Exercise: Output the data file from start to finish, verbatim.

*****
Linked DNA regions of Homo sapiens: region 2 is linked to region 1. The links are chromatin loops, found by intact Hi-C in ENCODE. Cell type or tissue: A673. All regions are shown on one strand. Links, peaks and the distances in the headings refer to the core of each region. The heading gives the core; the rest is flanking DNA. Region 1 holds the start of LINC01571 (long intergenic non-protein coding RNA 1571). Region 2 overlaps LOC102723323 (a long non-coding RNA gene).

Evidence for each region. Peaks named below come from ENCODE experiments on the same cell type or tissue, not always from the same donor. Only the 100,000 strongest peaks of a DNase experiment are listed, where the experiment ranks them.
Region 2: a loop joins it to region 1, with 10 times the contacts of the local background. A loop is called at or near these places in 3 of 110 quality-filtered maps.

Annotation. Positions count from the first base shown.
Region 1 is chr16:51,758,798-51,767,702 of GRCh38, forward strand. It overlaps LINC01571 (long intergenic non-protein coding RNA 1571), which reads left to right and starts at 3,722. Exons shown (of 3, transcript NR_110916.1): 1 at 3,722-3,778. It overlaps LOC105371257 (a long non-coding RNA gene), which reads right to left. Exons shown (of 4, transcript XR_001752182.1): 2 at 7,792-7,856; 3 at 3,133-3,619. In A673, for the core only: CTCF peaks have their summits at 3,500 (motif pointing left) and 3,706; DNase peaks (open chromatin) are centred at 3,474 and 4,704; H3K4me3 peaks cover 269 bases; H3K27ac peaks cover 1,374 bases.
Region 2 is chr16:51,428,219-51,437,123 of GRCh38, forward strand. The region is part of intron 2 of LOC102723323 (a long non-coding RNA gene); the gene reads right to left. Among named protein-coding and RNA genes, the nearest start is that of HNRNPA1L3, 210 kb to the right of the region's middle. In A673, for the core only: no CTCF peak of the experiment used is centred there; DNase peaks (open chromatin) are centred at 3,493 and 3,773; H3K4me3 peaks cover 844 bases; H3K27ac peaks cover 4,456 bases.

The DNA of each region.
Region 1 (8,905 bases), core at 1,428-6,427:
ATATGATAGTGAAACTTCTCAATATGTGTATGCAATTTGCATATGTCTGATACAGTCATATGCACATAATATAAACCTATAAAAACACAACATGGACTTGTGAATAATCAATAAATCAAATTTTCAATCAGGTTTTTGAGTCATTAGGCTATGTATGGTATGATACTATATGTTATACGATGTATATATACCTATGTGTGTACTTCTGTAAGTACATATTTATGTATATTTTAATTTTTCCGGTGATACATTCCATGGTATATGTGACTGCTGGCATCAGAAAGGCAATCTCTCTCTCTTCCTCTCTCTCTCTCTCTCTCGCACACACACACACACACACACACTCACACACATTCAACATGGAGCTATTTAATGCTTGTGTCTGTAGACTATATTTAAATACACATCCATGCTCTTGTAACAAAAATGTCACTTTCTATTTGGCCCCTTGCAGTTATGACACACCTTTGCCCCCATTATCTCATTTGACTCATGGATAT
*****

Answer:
Linked DNA regions of Homo sapiens: region 2 is linked to region 1. The links are chromatin loops, found by intact Hi-C in ENCODE. Cell type or tissue: A673. All regions are shown on one strand. Links, peaks and the distances in the headings refer to the core of each region. The heading gives the core; the rest is flanking DNA. Region 1 holds the start of LINC01571 (long intergenic non-protein coding RNA 1571). Region 2 overlaps LOC102723323 (a long non-coding RNA gene).

Evidence for each region. Peaks named below come from ENCODE experiments on the same cell type or tissue, not always from the same donor. Only the 100,000 strongest peaks of a DNase experiment are listed, where the experiment ranks them.
Region 2: a loop joins it to region 1, with 10 times the contacts of the local background. A loop is called at or near these places in 3 of 110 quality-filtered maps.

Annotation. Positions count from the first base shown.
Region 1 is chr16:51,758,798-51,767,702 of GRCh38, forward strand. It overlaps LINC01571 (long intergenic non-protein coding RNA 1571), which reads left to right and starts at 3,722. Exons shown (of 3, transcript NR_110916.1): 1 at 3,722-3,778. It overlaps LOC105371257 (a long non-coding RNA gene), which reads right to left. Exons shown (of 4, transcript XR_001752182.1): 2 at 7,792-7,856; 3 at 3,133-3,619. In A673, for the core only: CTCF peaks have their summits at 3,500 (motif pointing left) and 3,706; DNase peaks (open chromatin) are centred at 3,474 and 4,704; H3K4me3 peaks cover 269 bases; H3K27ac peaks cover 1,374 bases.
Region 2 is chr16:51,428,219-51,437,123 of GRCh38, forward strand. The region is part of intron 2 of LOC102723323 (a long non-coding RNA gene); the gene reads right to left. Among named protein-coding and RNA genes, the nearest start is that of HNRNPA1L3, 210 kb to the right of the region's middle. In A673, for the core only: no CTCF peak of the experiment used is centred there; DNase peaks (open chromatin) are centred at 3,493 and 3,773; H3K4me3 peaks cover 844 bases; H3K27ac peaks cover 4,456 bases.

The DNA of each region.
Region 1 (8,905 bases), core at 1,428-6,427:
ATATGATAGTGAAACTTCTCAATATGTGTATGCAATTTGCATATGTCTGATACAGTCATATGCACATAATATAAACCTATAAAAACACAACATGGACTTGTGAATAATCAATAAATCAAATTTTCAATCAGGTTTTTGAGTCATTAGGCTATGTATGGTATGATACTATATGTTATACGATGTATATATACCTATGTGTGTACTTCTGTAAGTACATATTTATGTATATTTTAATTTTTCCGGTGATACATTCCATGGTATATGTGACTGCTGGCATCAGAAAGGCAATCTCTCTCTCTTCCTCTCTCTCTCTCTCTCTCGCACACACACACACACACACACACTCACACACATTCAACATGGAGCTATTTAATGCTTGTGTCTGTAGACTATATTTAAATACACATCCATGCTCTTGTAACAAAAATGTCACTTTCTATTTGGCCCCTTGCAGTTATGACACACCTTTGCCCCCATTATCTCATTTGACTCATGGATAT